Scientists have found a protein that would be able to detect a change in blood flow during exercise – and could point the way to a new pill that offers workout’s benefits.
During physical activity, as the heart pumps more blood around the body, the Piezo1 protein in the endothelium – or the lining of the arteries taking blood from the heart to the stomach and intestines – senses the increased pressure on the wall of the blood vessels.
In response, it slightly alters the electrical balance in the endothelium and this results in the blood vessels constricting.
In a clever act of plumbing, that narrowing of the blood vessels reduces blood flow to the stomach and intestines, allowing more blood to reach the brain and muscles actively engaged in exercise.
The research team behind the findings, based on mice studies, say this is a big deal because it identifies for the first time a key bio-molecular mechanism by which exercise is sensed.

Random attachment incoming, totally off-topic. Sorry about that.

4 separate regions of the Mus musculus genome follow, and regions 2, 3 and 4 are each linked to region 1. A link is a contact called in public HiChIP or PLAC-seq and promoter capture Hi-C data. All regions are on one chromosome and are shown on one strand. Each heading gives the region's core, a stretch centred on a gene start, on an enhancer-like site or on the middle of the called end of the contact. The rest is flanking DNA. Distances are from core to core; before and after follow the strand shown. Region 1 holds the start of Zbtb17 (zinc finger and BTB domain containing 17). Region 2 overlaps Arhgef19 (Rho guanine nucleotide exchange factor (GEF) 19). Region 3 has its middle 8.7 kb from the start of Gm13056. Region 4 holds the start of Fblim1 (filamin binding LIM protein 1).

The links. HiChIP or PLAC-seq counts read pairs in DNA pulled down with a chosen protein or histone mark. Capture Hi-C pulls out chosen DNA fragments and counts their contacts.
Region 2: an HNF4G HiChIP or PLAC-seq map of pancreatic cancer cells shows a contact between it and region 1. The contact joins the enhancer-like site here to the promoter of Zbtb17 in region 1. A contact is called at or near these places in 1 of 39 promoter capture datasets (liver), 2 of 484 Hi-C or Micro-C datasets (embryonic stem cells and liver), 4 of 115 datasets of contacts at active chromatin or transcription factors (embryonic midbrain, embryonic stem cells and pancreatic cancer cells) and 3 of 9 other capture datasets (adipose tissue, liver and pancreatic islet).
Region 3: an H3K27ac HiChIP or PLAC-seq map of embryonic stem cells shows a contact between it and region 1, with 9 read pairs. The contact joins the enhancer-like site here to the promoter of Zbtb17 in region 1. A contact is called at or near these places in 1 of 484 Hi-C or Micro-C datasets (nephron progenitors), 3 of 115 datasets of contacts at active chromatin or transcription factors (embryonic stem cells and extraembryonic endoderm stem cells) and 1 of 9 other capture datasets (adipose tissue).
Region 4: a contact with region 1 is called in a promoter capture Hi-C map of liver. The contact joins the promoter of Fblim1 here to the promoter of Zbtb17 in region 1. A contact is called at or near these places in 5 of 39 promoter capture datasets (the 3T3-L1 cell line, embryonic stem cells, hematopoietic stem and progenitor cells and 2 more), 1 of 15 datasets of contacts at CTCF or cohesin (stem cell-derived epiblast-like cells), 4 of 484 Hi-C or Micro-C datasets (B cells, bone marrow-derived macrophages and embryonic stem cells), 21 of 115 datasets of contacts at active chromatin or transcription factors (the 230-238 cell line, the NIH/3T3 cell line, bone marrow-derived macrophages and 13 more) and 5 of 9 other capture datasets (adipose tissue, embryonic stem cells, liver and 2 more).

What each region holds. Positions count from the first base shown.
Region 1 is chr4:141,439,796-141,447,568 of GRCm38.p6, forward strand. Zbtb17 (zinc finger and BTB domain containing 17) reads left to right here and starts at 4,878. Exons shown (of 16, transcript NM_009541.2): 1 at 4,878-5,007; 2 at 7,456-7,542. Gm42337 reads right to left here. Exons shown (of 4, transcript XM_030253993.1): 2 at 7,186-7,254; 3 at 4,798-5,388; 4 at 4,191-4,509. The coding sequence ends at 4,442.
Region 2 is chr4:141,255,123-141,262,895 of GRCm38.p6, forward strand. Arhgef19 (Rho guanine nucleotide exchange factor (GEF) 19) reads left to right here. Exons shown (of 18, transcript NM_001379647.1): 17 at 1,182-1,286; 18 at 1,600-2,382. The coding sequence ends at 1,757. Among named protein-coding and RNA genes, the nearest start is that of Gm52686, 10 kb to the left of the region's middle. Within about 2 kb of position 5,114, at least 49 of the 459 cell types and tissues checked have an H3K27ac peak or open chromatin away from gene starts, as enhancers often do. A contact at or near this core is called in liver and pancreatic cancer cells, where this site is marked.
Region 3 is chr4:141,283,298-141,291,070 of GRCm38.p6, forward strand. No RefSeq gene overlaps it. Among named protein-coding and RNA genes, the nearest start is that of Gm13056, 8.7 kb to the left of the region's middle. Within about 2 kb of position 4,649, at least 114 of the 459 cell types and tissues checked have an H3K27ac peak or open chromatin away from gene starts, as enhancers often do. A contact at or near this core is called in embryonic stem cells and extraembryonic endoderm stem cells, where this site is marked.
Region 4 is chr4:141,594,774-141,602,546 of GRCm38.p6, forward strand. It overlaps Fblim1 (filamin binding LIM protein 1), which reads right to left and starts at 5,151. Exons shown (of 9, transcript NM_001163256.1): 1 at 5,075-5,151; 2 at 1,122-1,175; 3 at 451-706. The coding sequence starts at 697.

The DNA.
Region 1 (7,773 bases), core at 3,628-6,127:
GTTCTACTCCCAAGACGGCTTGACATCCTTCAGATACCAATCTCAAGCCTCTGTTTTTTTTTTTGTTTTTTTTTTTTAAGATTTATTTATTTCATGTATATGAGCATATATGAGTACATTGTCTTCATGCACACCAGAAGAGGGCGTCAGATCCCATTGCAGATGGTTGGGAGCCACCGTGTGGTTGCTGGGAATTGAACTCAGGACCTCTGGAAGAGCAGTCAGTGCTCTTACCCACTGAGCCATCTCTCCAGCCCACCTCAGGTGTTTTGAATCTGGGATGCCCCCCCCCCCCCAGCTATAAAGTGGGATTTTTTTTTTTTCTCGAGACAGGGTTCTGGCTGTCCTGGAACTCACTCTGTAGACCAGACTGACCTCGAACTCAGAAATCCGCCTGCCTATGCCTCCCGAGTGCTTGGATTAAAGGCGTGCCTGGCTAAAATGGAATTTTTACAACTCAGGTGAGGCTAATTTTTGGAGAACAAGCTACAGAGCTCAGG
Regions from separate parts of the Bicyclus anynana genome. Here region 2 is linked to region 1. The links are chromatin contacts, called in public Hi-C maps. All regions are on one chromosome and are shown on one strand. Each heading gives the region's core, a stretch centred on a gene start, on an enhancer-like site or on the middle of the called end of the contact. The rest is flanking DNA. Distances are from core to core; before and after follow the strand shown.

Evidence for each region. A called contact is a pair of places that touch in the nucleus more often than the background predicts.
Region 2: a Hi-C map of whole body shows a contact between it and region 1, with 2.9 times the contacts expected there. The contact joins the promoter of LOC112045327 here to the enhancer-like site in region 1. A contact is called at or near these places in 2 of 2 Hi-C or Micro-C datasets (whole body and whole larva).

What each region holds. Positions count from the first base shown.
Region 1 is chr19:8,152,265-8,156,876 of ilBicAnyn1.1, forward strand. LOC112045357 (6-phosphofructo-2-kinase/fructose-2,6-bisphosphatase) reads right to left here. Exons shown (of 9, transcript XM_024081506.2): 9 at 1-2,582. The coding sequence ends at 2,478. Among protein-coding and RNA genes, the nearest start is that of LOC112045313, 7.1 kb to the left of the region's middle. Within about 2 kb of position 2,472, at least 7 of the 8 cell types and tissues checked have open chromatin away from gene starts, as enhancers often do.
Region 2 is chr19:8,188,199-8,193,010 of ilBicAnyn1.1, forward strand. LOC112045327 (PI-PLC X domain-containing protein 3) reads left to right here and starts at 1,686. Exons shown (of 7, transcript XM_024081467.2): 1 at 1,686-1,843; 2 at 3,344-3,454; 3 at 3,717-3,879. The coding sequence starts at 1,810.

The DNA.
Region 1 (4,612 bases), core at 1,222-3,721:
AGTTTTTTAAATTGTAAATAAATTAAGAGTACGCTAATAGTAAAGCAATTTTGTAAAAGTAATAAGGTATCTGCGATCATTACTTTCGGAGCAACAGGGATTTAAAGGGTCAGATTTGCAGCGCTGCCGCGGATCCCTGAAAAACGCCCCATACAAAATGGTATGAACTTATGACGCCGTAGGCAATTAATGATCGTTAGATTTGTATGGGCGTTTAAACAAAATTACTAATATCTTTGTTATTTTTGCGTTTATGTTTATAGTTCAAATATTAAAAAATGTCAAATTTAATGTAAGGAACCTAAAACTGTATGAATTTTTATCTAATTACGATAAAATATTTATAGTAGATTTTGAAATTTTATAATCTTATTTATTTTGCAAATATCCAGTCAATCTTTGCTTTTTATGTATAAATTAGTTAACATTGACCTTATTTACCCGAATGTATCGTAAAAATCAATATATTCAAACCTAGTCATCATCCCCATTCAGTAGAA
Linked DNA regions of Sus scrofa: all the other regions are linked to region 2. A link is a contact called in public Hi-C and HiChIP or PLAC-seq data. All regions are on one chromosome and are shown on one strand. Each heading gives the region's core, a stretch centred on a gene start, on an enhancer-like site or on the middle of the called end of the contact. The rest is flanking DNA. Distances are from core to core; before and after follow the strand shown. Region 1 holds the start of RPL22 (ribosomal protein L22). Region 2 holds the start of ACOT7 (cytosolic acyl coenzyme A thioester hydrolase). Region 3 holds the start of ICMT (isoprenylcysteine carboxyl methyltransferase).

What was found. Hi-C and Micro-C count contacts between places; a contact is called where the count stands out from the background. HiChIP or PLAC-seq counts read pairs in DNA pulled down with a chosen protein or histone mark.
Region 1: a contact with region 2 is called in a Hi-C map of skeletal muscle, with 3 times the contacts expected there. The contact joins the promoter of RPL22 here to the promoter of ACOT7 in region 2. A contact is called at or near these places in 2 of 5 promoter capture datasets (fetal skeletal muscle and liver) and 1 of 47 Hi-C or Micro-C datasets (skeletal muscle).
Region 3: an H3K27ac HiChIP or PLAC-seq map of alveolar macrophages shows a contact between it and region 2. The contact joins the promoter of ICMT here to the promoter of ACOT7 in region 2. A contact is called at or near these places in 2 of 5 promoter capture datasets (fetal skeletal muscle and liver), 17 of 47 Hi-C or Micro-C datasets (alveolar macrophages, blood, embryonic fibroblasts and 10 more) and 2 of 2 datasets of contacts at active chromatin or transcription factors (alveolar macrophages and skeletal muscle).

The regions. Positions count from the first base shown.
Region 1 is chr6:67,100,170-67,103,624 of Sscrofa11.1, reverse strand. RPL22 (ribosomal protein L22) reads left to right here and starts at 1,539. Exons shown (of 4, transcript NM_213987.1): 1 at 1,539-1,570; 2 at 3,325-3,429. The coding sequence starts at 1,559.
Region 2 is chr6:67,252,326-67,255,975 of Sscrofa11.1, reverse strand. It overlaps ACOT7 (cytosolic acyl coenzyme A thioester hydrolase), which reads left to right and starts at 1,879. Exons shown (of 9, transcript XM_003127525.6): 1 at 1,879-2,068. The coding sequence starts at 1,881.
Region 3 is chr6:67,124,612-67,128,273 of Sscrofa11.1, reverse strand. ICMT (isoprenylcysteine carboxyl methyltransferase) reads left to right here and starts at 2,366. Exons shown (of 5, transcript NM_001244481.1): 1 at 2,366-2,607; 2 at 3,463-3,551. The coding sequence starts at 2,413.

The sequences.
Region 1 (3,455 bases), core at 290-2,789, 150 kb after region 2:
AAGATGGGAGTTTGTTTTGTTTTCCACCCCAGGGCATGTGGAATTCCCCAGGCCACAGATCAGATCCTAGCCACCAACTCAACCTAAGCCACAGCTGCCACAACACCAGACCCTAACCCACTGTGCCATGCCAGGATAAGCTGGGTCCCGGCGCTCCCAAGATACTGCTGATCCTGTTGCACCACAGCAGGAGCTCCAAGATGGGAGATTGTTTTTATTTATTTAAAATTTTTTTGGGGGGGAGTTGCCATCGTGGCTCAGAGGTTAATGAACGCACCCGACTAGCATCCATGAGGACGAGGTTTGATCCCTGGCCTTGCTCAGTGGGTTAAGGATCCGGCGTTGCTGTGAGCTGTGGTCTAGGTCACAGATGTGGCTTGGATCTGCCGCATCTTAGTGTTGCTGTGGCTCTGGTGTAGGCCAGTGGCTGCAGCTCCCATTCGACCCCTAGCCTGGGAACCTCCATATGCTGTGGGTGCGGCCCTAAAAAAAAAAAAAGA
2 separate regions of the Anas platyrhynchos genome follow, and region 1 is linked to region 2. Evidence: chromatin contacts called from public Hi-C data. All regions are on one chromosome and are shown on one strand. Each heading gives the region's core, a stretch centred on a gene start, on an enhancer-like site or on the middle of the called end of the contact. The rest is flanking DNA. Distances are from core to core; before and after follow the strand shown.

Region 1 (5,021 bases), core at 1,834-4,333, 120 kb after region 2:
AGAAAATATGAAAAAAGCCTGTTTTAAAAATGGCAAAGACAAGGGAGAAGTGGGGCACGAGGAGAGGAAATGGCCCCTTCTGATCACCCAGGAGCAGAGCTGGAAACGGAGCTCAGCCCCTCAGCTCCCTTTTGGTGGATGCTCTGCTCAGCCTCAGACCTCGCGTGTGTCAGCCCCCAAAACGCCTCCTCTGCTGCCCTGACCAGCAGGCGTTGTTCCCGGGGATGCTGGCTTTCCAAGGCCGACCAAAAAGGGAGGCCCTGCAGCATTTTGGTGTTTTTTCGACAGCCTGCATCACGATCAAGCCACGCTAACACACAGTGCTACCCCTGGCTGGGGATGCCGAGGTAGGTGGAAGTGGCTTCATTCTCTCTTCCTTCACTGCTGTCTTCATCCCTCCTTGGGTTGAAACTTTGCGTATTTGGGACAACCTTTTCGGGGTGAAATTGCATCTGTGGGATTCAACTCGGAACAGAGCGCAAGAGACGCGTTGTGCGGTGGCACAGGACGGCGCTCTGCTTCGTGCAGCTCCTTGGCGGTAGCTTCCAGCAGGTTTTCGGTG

They believe the health benefit of exercise may be linked with the fact that blood flow is being controlled to the intestinal area.
“If we can understand how these systems work, then we may be able to develop techniques that can help tackle some of the biggest diseases afflicting modern societies,” said the study’s lead author Professor David Beech, of UK’s University of Leeds.
“We know that exercise can protect against heart disease, stroke and many other conditions. This study has identified a physiological system that senses when the mammalian body is exercising.”
The researchers also investigated the effect of an experimental compound called Yoda1 – named after the character from Star Wars – on the action of the Piezo1 protein.